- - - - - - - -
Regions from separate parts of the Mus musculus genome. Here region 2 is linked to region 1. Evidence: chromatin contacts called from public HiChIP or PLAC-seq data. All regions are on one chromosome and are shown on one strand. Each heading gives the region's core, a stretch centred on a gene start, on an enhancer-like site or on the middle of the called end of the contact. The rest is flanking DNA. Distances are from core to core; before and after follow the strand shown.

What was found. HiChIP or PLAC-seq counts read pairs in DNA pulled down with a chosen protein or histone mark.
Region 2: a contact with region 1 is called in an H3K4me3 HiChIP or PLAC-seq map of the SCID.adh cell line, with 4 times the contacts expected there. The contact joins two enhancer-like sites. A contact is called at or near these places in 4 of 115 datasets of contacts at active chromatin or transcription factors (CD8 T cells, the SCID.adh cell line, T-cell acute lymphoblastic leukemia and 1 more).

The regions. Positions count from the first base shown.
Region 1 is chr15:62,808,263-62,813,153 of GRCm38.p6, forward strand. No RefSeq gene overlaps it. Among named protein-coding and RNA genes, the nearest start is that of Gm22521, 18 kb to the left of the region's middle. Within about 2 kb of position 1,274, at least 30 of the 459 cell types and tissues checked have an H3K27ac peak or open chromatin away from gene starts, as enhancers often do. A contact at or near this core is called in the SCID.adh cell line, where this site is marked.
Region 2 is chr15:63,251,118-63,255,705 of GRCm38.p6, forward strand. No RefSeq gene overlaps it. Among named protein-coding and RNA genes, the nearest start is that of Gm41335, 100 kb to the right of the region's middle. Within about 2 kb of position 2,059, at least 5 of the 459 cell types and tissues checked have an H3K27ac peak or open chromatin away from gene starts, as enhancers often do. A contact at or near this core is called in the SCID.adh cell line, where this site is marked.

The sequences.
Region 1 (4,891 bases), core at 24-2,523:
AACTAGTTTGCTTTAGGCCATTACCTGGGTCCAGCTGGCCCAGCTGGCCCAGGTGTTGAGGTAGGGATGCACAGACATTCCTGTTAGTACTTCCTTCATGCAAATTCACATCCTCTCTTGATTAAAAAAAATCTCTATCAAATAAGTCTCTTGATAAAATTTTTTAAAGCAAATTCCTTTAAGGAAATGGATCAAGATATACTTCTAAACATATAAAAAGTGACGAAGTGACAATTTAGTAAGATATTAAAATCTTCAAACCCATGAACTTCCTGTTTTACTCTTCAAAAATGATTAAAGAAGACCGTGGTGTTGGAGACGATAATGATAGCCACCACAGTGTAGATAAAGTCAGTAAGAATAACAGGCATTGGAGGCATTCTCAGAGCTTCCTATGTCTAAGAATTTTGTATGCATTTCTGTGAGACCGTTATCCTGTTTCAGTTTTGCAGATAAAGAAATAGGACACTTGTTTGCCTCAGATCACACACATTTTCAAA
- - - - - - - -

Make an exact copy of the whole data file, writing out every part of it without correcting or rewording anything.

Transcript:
Regions from separate parts of the Mus musculus genome. Here region 2 is linked to region 1. Evidence: chromatin contacts called from public HiChIP or PLAC-seq data. All regions are on one chromosome and are shown on one strand. Each heading gives the region's core, a stretch centred on a gene start, on an enhancer-like site or on the middle of the called end of the contact. The rest is flanking DNA. Distances are from core to core; before and after follow the strand shown.

What was found. HiChIP or PLAC-seq counts read pairs in DNA pulled down with a chosen protein or histone mark.
Region 2: a contact with region 1 is called in an H3K4me3 HiChIP or PLAC-seq map of the SCID.adh cell line, with 4 times the contacts expected there. The contact joins two enhancer-like sites. A contact is called at or near these places in 4 of 115 datasets of contacts at active chromatin or transcription factors (CD8 T cells, the SCID.adh cell line, T-cell acute lymphoblastic leukemia and 1 more).

The regions. Positions count from the first base shown.
Region 1 is chr15:62,808,263-62,813,153 of GRCm38.p6, forward strand. No RefSeq gene overlaps it. Among named protein-coding and RNA genes, the nearest start is that of Gm22521, 18 kb to the left of the region's middle. Within about 2 kb of position 1,274, at least 30 of the 459 cell types and tissues checked have an H3K27ac peak or open chromatin away from gene starts, as enhancers often do. A contact at or near this core is called in the SCID.adh cell line, where this site is marked.
Region 2 is chr15:63,251,118-63,255,705 of GRCm38.p6, forward strand. No RefSeq gene overlaps it. Among named protein-coding and RNA genes, the nearest start is that of Gm41335, 100 kb to the right of the region's middle. Within about 2 kb of position 2,059, at least 5 of the 459 cell types and tissues checked have an H3K27ac peak or open chromatin away from gene starts, as enhancers often do. A contact at or near this core is called in the SCID.adh cell line, where this site is marked.

The sequences.
Region 1 (4,891 bases), core at 24-2,523:
AACTAGTTTGCTTTAGGCCATTACCTGGGTCCAGCTGGCCCAGCTGGCCCAGGTGTTGAGGTAGGGATGCACAGACATTCCTGTTAGTACTTCCTTCATGCAAATTCACATCCTCTCTTGATTAAAAAAAATCTCTATCAAATAAGTCTCTTGATAAAATTTTTTAAAGCAAATTCCTTTAAGGAAATGGATCAAGATATACTTCTAAACATATAAAAAGTGACGAAGTGACAATTTAGTAAGATATTAAAATCTTCAAACCCATGAACTTCCTGTTTTACTCTTCAAAAATGATTAAAGAAGACCGTGGTGTTGGAGACGATAATGATAGCCACCACAGTGTAGATAAAGTCAGTAAGAATAACAGGCATTGGAGGCATTCTCAGAGCTTCCTATGTCTAAGAATTTTGTATGCATTTCTGTGAGACCGTTATCCTGTTTCAGTTTTGCAGATAAAGAAATAGGACACTTGTTTGCCTCAGATCACACACATTTTCAAA